• Did the speaker avoid scientific jargon, explain terminology and provide adequate background information to illustrate points? 

  • Did the presenter spend adequate time on each element of their presentation? Or did they elaborate for too long on one aspect or was the presentation rushed? 


  • Did the oration make the audience want to know more? 

  • Did the presenter convey enthusiasm for their research? 

  • Did the presenter capture and maintain their audience's attention? 


  • Was the presenter careful not to trivialize or generalize their research? 

  • Did the speaker have sufficient stage presence, eye contact and vocal range? Did the speaker maintain a steady pace, and have a confident stance? 

  • Did the PowerPoint slide enhance the presentation? Was it clear, legible, and concise?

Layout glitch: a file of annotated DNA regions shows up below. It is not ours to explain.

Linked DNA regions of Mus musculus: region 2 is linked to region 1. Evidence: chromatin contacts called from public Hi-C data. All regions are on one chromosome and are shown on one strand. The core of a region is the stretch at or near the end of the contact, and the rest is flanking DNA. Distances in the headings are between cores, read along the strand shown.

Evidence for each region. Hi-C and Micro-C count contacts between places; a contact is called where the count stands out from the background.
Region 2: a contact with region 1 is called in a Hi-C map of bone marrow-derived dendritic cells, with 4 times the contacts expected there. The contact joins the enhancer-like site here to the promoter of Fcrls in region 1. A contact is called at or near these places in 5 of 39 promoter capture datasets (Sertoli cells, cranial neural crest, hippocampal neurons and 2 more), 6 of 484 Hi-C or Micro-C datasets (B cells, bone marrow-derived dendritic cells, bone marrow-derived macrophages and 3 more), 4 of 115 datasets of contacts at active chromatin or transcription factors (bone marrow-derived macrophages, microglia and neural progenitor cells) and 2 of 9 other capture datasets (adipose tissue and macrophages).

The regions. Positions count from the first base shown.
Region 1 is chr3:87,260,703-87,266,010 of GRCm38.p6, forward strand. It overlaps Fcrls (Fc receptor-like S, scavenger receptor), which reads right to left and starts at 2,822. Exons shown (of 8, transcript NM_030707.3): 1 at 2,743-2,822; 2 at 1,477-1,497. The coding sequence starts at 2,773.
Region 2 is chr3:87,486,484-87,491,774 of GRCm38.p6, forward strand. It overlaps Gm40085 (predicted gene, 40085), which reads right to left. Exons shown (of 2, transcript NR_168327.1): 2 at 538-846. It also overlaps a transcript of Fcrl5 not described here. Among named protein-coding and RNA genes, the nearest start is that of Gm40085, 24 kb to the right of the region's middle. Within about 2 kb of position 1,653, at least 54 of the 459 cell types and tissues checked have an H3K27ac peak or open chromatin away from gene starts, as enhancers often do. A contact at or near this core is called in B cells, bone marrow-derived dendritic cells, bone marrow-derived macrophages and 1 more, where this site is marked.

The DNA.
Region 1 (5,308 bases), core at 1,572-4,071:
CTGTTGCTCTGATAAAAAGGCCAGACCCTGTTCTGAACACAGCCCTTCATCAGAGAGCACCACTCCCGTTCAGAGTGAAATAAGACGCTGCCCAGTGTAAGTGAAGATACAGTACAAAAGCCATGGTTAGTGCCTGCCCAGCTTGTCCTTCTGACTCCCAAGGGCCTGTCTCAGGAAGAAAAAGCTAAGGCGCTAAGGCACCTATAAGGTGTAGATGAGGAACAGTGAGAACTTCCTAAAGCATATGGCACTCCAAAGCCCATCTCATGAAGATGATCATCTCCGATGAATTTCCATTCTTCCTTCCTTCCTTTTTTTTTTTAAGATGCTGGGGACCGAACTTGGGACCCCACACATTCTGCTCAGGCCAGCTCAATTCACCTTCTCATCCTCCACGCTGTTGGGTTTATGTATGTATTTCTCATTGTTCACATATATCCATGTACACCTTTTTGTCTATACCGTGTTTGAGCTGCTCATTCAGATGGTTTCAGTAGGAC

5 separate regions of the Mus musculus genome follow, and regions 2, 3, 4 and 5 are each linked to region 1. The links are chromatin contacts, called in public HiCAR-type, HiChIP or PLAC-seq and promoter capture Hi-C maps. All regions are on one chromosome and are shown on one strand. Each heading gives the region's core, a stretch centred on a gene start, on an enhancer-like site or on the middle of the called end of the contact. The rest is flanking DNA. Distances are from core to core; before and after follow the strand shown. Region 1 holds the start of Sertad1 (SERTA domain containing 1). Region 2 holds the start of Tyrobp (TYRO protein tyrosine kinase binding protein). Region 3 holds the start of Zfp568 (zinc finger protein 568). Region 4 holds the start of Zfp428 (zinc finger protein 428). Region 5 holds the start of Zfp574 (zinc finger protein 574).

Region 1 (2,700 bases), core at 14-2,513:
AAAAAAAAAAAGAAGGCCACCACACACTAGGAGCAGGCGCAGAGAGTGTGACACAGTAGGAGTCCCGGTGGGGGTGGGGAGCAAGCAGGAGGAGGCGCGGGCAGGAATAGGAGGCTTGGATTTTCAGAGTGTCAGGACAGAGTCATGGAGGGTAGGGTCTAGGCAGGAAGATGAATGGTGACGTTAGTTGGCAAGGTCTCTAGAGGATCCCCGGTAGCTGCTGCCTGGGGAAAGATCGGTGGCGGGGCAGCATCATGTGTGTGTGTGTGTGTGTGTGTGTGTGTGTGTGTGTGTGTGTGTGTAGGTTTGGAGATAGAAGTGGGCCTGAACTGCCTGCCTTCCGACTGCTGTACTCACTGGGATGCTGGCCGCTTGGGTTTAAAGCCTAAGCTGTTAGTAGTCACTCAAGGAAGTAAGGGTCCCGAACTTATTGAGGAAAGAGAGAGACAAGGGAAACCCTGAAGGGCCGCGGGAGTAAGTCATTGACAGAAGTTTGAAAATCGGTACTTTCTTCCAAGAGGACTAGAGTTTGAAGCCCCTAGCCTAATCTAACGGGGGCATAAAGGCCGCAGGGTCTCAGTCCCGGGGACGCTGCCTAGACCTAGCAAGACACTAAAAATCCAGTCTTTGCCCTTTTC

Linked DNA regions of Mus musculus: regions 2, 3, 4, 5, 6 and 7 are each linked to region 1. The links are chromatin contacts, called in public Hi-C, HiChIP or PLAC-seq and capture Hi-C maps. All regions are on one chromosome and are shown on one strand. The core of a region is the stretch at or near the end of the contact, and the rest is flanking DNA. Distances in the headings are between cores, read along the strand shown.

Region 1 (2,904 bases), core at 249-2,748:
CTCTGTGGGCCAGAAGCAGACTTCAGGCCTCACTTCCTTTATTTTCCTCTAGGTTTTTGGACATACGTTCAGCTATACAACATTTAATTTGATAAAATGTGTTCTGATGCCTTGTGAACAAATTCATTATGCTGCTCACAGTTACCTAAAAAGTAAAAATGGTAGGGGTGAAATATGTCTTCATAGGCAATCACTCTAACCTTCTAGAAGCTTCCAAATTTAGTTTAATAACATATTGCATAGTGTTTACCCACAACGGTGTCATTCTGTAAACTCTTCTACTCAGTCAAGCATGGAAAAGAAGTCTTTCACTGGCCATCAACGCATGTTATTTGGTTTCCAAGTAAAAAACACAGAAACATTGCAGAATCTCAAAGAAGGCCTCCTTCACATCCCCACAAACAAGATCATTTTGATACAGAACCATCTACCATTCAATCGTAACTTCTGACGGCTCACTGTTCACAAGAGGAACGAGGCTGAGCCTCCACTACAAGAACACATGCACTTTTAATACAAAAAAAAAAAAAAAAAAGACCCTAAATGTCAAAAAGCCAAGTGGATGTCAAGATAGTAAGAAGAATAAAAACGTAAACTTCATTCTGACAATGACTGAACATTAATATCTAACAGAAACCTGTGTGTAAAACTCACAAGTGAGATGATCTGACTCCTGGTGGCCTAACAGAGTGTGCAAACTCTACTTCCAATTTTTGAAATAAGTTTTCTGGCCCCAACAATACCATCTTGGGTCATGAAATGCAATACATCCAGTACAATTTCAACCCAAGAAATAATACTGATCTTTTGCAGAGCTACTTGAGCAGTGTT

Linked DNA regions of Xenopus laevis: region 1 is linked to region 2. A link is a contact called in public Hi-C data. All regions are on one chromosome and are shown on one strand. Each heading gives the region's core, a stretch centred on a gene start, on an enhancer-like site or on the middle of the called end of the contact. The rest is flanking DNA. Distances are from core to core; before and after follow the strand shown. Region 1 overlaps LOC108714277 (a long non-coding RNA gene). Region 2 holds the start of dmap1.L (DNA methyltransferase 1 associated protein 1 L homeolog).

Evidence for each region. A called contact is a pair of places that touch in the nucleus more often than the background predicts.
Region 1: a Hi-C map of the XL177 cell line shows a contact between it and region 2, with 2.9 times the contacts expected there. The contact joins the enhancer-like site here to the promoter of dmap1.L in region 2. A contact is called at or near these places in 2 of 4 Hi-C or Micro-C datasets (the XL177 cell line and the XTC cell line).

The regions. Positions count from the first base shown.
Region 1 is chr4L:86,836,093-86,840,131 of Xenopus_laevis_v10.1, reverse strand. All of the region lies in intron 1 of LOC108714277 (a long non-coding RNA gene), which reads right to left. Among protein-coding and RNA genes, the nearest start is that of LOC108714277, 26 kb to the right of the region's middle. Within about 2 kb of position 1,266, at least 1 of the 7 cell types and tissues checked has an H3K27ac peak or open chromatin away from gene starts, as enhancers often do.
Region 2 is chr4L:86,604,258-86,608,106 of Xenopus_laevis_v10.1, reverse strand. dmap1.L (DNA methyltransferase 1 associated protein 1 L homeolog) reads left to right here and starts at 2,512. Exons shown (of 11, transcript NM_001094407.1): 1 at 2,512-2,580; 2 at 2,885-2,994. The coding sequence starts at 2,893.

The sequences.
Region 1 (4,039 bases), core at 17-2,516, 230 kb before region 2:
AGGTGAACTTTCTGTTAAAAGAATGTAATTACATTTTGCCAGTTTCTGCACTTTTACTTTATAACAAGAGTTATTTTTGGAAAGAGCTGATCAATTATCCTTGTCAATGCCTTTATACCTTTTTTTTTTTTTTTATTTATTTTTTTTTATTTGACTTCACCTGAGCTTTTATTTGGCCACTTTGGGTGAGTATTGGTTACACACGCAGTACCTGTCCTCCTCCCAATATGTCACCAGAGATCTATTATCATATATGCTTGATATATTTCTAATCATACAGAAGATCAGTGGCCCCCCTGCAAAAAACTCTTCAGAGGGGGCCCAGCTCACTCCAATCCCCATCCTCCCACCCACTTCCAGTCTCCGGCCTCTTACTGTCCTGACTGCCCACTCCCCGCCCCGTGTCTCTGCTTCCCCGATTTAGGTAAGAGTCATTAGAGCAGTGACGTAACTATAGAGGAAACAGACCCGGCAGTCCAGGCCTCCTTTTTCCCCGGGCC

2022 Winners

First Place: Rachel Fay, Biomedical Sciences - PhD 

Title: Increasing the resolution of vector-borne diseases and climate change

Advisor: Alexander Ciota


Second Place: Bhavik Vyas, Chemistry - PhD

Title: A universal test for the forensic identification of all main body fluids including urine

Advisor: Igor Lednev


Third Place: Victoria Barbeisch, Communication - PhD

Title: Let’s Talk About Consent: A Content Analysis of How Sexual Consent is Discussed on Twitter

Advisor: Archana Krishnan


People's Choice: Maria Haji-Georgi, Educational Psychology - PhD

Title: You [don't] need to stop caring

Advisor: Kevin P. Quinn

2021 Winners

First Place: Jessica Somers, Anthropology - PhD

Title: You Don't Get It Till You Get It

Advisor: Associate Professor Elise Andaya